A Night by the Opera

It was a little past 11pm as the doors parted at 66th Street and Lincoln Center and a gaggle of people poured on. Riding down the Upper West Side on the 1 train with two friends Friday night, “Ah,” one knowingly smiled at the crowd. “The opera’s let out.”

It was an aha moment. How do you get to Carnegie Hall? Forget practice--take an N, Q, or R to 57th Street and Seventh Avenue!

I ended up staying the length of the rest of the ride, bidding friends goodnight and immersing myself in strategizing a plan: (1) Aggregate humanistic-cultural event schedules, (2) merge with MTA turnstile datasets on dates for given stations adjacent to event locations, (3) calculate alternative-hypothetical differences in turnstile entry counts for stations after adjacent events versus not after events at null-hypothetically analogous times to arrive at a sense of about how much additional foot traffic an event generates with regards to a given station, (4) calculate the margin of error for these estimations, (5) thus use subway data to scale observations of post-event timing….I was beginning to think like a data scientist.

I was also thinking like a Metis student. Last Monday I and 22 others commenced a 12-week deepest of dives into the wide world of Python programming for data science, and Friday’d marked our first group presentations. We had four days to complete a consulting project for a mock-client seeking strategic insight about street team placement. Instrumentally, the client wanted to accrue emails in order to send invites for and fill up an upcoming gala event. At the same time, the client wanted to utilize street teams to target potential donors and enthusiasts.

After the opera, after the play or the concert or even the ballgame...these were the moments to be by the subway, and timing was everything. People’d be milling about, making their ways slowly to their trains, not wanting to get on and leave the magic, the milieu, the ur-ness of profound collective experience. As fellow humans standing by the subway, street team members would be uniquely primed to be people who people actually wanted to talk to.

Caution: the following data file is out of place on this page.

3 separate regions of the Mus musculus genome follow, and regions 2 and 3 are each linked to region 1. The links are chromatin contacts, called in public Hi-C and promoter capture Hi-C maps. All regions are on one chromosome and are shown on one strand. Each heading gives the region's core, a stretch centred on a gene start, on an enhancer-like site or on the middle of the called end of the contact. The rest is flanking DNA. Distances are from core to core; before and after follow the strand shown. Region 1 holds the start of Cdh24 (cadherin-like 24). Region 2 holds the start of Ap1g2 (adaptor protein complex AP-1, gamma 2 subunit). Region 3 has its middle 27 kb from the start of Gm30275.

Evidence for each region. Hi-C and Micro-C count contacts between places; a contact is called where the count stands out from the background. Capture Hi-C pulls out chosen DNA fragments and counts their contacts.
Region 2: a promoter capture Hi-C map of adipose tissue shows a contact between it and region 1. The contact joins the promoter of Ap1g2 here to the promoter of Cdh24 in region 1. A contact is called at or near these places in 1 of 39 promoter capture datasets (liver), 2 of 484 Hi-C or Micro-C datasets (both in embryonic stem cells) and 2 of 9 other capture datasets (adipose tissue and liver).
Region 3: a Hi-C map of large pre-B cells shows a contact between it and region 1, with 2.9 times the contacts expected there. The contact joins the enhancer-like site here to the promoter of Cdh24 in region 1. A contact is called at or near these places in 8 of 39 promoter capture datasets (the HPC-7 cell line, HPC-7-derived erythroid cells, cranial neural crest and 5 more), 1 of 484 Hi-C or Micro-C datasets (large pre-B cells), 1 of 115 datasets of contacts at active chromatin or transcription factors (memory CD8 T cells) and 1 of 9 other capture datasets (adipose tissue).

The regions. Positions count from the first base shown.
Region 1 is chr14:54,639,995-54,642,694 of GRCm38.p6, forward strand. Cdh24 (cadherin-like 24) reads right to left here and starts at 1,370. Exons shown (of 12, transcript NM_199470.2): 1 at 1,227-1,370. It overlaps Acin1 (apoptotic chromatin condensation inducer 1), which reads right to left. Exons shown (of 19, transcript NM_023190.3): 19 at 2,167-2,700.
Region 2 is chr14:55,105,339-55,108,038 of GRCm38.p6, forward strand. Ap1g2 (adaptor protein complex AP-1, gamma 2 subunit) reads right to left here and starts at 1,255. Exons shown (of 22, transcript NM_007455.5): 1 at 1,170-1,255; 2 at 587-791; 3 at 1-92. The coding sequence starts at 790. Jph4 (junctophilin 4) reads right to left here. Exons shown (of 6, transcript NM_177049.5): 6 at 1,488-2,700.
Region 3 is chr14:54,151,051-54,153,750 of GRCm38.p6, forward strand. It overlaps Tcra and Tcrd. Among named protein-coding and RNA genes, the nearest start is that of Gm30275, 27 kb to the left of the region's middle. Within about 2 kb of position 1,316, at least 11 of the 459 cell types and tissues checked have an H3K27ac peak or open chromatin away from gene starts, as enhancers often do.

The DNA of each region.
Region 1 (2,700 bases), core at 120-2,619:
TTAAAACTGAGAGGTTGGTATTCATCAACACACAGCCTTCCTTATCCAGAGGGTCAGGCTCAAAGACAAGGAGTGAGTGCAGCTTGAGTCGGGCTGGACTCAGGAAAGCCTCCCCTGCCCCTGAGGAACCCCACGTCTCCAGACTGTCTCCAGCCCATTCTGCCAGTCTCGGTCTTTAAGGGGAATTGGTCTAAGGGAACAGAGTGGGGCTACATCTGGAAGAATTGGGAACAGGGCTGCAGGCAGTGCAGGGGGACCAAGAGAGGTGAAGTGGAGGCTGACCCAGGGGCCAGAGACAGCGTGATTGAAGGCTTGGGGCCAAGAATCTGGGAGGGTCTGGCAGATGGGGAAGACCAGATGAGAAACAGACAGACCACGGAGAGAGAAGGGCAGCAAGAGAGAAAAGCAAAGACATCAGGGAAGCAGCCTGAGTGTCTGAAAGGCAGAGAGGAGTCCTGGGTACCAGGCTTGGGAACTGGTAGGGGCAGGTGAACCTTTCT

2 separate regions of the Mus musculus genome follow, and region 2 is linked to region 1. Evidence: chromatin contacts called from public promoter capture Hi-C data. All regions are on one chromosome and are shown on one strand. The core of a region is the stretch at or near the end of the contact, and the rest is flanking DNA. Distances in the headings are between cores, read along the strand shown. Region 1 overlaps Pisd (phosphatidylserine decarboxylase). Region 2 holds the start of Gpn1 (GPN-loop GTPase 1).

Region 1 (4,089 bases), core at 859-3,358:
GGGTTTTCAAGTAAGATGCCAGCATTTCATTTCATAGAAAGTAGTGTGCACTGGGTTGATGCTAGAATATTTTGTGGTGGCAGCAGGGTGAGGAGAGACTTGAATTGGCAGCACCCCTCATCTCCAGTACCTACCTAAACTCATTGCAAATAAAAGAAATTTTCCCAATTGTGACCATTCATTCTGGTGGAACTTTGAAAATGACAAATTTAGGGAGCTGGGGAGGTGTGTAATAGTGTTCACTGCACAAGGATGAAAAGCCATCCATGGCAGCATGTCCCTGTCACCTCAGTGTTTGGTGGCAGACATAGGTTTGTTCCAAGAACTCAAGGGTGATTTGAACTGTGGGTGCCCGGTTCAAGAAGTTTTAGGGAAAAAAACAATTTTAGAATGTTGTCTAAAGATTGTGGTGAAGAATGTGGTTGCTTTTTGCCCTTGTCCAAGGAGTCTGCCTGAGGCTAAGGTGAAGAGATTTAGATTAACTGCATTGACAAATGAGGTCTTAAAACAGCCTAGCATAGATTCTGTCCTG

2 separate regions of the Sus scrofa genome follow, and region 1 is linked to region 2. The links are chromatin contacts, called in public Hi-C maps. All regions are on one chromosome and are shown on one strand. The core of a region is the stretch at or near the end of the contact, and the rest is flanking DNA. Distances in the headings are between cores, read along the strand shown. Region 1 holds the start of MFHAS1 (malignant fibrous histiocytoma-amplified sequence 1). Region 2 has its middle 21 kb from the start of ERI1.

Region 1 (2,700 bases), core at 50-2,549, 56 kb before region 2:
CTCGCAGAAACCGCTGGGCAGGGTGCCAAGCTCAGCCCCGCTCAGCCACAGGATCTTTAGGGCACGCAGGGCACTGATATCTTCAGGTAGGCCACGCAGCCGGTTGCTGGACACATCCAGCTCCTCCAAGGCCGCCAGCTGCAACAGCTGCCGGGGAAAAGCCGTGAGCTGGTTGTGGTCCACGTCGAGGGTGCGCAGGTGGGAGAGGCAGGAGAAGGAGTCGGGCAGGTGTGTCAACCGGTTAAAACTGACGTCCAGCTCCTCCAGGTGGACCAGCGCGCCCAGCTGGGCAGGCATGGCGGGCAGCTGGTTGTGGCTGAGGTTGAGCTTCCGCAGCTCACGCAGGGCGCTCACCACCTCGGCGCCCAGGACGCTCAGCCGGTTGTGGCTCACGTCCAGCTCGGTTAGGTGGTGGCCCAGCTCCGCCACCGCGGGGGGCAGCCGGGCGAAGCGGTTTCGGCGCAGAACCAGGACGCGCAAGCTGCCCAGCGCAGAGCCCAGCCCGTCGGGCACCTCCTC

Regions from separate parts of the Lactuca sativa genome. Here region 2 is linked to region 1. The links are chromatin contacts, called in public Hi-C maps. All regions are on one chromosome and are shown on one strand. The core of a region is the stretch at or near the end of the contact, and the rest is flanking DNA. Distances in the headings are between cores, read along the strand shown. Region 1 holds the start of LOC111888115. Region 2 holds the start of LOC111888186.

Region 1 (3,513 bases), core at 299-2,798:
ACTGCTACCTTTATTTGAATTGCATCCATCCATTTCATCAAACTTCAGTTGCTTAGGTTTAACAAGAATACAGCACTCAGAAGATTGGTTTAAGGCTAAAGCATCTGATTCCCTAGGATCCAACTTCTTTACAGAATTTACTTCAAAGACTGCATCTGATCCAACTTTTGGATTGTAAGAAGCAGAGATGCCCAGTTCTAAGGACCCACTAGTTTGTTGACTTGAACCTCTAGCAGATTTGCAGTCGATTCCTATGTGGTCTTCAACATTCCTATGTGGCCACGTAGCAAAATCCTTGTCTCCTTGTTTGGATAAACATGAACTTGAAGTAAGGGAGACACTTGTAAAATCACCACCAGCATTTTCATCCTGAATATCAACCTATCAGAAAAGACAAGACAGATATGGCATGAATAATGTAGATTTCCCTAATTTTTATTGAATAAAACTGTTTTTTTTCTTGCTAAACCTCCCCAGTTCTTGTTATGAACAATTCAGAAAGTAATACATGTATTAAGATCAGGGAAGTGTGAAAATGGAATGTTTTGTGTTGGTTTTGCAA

This was not the sort of recommendation my or any other group had made. Oh well. I was learning. Humans are compelled to prolong social interaction following a humanistic event, I scribbled along as the train, too, clamored away. We were nearly as unselfconscious as each other.

A Week in the Bootcamp

Over my first week at Metis I earned an incredible number of valuable lessons--lessons from talented classmates, from thoughtful and patient instructors, and, most of all, from my own experiences wrestling with new and newly complex material. There have been abundant not-sure-which-but-feels-like-both-little-and-big challenges and realizations--even a napkin drawing along the way. It’s been a constant mental workout, which I love. I wouldn’t have it any way else. I’ll cherish that first napkin drawing.

I’ve learned some invaluable lessons, as well, including but not limited to ready maxims like Live with Thy Data, Peruseth Before Thou Useth Thy Data, Learn from Thy Data, Love Thy Data. Friday’s realization taught me big-time how much stories owe to anomalies.

Yet my biggest takeaway of the week has to do with the role insight can play in informing decisions, and with the consequent role data analysis can play in deriving insight.

Insight is like a toy. A really good toy sustains focused interaction, supports a diverse array of uses, engenders multiple interpretations, and even drives new ways of thinking and problem-solving. It shifts discourse. Consider how many uses there are for a set of Legos, and how Legos change what it means to play with blocks. Bad toys don't play well and break. The worst toys take themselves to be totally smart and super way cool and beat you over the head with the thought that they’re edifying you. There is a simplicity and subtlety to insight that edification lacks. Insight encapsulates itself.

Strategic decisions are the deeply-informed products of intuitions infused with insight (toys). Bring on the toys! Consultants are Santas. The point is to gift flexible tools, clear and compelling light between overall strategies and particular tactics, that clients can take up on their own so as to reach well-formed decisions. The point is to impel decision-making.

Analysis doesn’t output answers. What it can do is make lucid representations possible. Insight lies in its potential. It travels well.

Eagerly do I await what these next weeks and months and years have up their sleeves. I’ll try to check in as I can.

-- Ben